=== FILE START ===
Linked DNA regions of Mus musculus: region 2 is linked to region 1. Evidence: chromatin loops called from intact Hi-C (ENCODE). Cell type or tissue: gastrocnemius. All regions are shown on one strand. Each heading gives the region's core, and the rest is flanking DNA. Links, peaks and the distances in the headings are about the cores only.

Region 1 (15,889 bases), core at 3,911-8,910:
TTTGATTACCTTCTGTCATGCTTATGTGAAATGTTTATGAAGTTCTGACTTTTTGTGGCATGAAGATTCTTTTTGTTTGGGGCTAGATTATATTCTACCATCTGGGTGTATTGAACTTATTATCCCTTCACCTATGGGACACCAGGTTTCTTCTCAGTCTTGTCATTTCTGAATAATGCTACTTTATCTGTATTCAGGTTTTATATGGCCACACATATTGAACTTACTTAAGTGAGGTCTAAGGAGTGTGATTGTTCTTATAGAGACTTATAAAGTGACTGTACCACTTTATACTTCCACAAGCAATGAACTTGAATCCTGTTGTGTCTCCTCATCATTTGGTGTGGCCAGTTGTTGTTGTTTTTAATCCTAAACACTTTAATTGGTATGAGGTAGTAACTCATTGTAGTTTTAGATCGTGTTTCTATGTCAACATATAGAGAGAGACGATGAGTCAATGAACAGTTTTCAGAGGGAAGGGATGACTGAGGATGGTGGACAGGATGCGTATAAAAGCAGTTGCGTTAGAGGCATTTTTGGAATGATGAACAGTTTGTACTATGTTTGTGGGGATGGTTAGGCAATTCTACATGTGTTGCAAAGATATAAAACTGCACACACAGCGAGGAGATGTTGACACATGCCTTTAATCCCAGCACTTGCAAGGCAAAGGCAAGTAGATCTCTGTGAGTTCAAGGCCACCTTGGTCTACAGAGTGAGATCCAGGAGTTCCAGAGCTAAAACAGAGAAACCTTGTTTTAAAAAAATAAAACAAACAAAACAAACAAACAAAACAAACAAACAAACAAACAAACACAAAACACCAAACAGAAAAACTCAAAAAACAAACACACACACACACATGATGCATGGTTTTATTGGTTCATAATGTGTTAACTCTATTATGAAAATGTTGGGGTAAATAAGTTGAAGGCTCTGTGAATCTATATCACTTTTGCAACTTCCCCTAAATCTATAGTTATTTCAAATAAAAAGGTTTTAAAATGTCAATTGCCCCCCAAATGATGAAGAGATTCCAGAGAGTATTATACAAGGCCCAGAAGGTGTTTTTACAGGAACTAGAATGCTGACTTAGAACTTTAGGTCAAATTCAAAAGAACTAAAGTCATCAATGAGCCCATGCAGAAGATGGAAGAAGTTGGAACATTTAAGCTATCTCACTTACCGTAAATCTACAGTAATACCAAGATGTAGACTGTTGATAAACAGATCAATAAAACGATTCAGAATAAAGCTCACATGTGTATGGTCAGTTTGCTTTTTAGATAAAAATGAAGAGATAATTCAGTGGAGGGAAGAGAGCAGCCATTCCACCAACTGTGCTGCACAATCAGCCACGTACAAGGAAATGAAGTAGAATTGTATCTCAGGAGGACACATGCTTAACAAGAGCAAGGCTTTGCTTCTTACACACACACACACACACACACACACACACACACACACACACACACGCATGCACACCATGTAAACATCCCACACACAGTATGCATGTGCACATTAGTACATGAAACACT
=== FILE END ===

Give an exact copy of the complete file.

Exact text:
Linked DNA regions of Mus musculus: region 2 is linked to region 1. Evidence: chromatin loops called from intact Hi-C (ENCODE). Cell type or tissue: gastrocnemius. All regions are shown on one strand. Each heading gives the region's core, and the rest is flanking DNA. Links, peaks and the distances in the headings are about the cores only.

Region 1 (15,889 bases), core at 3,911-8,910:
TTTGATTACCTTCTGTCATGCTTATGTGAAATGTTTATGAAGTTCTGACTTTTTGTGGCATGAAGATTCTTTTTGTTTGGGGCTAGATTATATTCTACCATCTGGGTGTATTGAACTTATTATCCCTTCACCTATGGGACACCAGGTTTCTTCTCAGTCTTGTCATTTCTGAATAATGCTACTTTATCTGTATTCAGGTTTTATATGGCCACACATATTGAACTTACTTAAGTGAGGTCTAAGGAGTGTGATTGTTCTTATAGAGACTTATAAAGTGACTGTACCACTTTATACTTCCACAAGCAATGAACTTGAATCCTGTTGTGTCTCCTCATCATTTGGTGTGGCCAGTTGTTGTTGTTTTTAATCCTAAACACTTTAATTGGTATGAGGTAGTAACTCATTGTAGTTTTAGATCGTGTTTCTATGTCAACATATAGAGAGAGACGATGAGTCAATGAACAGTTTTCAGAGGGAAGGGATGACTGAGGATGGTGGACAGGATGCGTATAAAAGCAGTTGCGTTAGAGGCATTTTTGGAATGATGAACAGTTTGTACTATGTTTGTGGGGATGGTTAGGCAATTCTACATGTGTTGCAAAGATATAAAACTGCACACACAGCGAGGAGATGTTGACACATGCCTTTAATCCCAGCACTTGCAAGGCAAAGGCAAGTAGATCTCTGTGAGTTCAAGGCCACCTTGGTCTACAGAGTGAGATCCAGGAGTTCCAGAGCTAAAACAGAGAAACCTTGTTTTAAAAAAATAAAACAAACAAAACAAACAAACAAAACAAACAAACAAACAAACAAACACAAAACACCAAACAGAAAAACTCAAAAAACAAACACACACACACACATGATGCATGGTTTTATTGGTTCATAATGTGTTAACTCTATTATGAAAATGTTGGGGTAAATAAGTTGAAGGCTCTGTGAATCTATATCACTTTTGCAACTTCCCCTAAATCTATAGTTATTTCAAATAAAAAGGTTTTAAAATGTCAATTGCCCCCCAAATGATGAAGAGATTCCAGAGAGTATTATACAAGGCCCAGAAGGTGTTTTTACAGGAACTAGAATGCTGACTTAGAACTTTAGGTCAAATTCAAAAGAACTAAAGTCATCAATGAGCCCATGCAGAAGATGGAAGAAGTTGGAACATTTAAGCTATCTCACTTACCGTAAATCTACAGTAATACCAAGATGTAGACTGTTGATAAACAGATCAATAAAACGATTCAGAATAAAGCTCACATGTGTATGGTCAGTTTGCTTTTTAGATAAAAATGAAGAGATAATTCAGTGGAGGGAAGAGAGCAGCCATTCCACCAACTGTGCTGCACAATCAGCCACGTACAAGGAAATGAAGTAGAATTGTATCTCAGGAGGACACATGCTTAACAAGAGCAAGGCTTTGCTTCTTACACACACACACACACACACACACACACACACACACACACACACACGCATGCACACCATGTAAACATCCCACACACAGTATGCATGTGCACATTAGTACATGAAACACT